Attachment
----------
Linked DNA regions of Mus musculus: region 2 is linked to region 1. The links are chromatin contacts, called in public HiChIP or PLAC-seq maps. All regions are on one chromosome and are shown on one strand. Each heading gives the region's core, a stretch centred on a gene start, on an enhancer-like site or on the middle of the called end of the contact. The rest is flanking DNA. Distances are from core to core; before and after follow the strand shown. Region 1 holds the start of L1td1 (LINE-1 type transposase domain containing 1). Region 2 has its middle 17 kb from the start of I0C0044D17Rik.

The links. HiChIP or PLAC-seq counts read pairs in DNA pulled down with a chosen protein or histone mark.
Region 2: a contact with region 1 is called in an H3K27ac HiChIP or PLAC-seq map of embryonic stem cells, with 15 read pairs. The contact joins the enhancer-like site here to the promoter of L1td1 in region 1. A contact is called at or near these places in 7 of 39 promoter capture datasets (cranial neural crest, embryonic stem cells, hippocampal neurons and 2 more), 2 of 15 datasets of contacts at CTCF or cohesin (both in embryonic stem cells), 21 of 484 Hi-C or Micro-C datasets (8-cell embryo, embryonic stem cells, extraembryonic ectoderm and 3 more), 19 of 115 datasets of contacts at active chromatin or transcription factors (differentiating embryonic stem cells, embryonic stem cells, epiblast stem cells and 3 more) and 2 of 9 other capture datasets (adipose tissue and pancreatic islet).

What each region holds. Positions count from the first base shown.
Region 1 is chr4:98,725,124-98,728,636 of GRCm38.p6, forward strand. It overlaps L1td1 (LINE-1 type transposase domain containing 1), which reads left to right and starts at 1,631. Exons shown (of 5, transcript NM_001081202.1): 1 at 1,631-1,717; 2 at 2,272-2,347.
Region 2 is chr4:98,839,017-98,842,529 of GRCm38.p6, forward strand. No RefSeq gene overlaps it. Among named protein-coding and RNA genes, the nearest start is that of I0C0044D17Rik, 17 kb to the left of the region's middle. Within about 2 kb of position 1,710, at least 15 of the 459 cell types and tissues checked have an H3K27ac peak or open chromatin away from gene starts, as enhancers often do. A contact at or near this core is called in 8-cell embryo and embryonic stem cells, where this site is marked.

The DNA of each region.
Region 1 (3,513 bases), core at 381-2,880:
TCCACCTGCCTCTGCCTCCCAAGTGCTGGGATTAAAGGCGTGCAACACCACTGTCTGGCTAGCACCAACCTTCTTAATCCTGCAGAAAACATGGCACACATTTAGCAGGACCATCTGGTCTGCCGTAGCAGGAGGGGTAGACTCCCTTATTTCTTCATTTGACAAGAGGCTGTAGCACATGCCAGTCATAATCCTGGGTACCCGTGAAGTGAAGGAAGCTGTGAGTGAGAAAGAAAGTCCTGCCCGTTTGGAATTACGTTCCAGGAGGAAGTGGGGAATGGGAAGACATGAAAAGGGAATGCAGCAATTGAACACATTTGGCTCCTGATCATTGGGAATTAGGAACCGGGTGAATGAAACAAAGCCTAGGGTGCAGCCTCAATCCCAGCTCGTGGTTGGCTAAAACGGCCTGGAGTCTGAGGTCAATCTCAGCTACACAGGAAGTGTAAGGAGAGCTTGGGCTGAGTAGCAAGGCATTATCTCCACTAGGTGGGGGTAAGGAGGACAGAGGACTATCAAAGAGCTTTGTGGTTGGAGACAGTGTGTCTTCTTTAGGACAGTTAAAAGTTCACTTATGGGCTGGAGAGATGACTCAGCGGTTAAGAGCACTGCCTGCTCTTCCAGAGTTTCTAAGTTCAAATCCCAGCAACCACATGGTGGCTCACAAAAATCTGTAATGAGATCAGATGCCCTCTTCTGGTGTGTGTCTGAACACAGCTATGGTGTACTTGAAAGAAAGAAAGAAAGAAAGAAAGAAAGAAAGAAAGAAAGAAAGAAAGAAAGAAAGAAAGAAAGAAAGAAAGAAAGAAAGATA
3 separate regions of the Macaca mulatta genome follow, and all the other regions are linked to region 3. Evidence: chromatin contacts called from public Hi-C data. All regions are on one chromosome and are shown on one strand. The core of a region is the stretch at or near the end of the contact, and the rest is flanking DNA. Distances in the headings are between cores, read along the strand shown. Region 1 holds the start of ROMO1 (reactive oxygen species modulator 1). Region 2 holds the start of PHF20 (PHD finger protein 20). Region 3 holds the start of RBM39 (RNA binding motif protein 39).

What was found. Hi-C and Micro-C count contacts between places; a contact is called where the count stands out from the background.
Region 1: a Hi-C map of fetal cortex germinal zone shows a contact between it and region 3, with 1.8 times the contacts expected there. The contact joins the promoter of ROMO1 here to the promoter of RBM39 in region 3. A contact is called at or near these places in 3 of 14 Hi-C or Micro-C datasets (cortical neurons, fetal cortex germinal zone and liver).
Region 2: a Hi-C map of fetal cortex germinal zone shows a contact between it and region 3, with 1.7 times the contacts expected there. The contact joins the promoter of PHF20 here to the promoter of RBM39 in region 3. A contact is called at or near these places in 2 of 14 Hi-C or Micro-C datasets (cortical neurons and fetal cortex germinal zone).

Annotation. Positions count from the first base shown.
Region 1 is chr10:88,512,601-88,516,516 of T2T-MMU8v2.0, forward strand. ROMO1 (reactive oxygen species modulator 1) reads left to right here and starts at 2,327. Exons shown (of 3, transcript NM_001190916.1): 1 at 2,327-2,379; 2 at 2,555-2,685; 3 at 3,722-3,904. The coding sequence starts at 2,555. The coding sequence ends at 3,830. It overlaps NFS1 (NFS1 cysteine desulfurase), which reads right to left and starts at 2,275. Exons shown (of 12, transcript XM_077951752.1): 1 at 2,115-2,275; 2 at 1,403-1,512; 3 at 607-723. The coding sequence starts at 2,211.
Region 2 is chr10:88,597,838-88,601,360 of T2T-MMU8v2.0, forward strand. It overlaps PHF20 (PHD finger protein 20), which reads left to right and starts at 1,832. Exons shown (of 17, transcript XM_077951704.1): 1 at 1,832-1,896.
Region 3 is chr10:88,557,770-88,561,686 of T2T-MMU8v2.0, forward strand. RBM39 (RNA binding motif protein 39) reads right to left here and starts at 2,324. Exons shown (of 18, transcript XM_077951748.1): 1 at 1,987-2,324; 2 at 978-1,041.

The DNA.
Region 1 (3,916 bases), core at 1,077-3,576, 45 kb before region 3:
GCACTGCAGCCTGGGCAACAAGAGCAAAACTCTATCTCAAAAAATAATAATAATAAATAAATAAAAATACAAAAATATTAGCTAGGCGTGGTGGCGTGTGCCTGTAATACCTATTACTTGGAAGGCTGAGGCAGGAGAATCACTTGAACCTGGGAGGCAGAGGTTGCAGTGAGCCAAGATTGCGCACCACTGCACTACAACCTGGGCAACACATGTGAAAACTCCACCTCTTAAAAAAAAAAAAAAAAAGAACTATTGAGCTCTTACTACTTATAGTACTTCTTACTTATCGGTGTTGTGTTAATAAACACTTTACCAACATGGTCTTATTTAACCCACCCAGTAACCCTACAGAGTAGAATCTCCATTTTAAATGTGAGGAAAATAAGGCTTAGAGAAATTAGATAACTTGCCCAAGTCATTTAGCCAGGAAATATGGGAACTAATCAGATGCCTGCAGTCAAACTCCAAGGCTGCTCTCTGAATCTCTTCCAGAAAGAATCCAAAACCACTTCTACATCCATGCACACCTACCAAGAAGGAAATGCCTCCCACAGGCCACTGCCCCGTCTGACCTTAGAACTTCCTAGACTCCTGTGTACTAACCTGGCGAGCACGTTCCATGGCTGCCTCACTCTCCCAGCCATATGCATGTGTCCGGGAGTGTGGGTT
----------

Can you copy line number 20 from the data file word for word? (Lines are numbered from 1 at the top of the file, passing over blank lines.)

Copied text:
GCACTGCAGCCTGGGCAACAAGAGCAAAACTCTATCTCAAAAAATAATAATAATAAATAAATAAAAATACAAAAATATTAGCTAGGCGTGGTGGCGTGTGCCTGTAATACCTATTACTTGGAAGGCTGAGGCAGGAGAATCACTTGAACCTGGGAGGCAGAGGTTGCAGTGAGCCAAGATTGCGCACCACTGCACTACAACCTGGGCAACACATGTGAAAACTCCACCTCTTAAAAAAAAAAAAAAAAAGAACTATTGAGCTCTTACTACTTATAGTACTTCTTACTTATCGGTGTTGTGTTAATAAACACTTTACCAACATGGTCTTATTTAACCCACCCAGTAACCCTACAGAGTAGAATCTCCATTTTAAATGTGAGGAAAATAAGGCTTAGAGAAATTAGATAACTTGCCCAAGTCATTTAGCCAGGAAATATGGGAACTAATCAGATGCCTGCAGTCAAACTCCAAGGCTGCTCTCTGAATCTCTTCCAGAAAGAATCCAAAACCACTTCTACATCCATGCACACCTACCAAGAAGGAAATGCCTCCCACAGGCCACTGCCCCGTCTGACCTTAGAACTTCCTAGACTCCTGTGTACTAACCTGGCGAGCACGTTCCATGGCTGCCTCACTCTCCCAGCCATATGCATGTGTCCGGGAGTGTGGGTT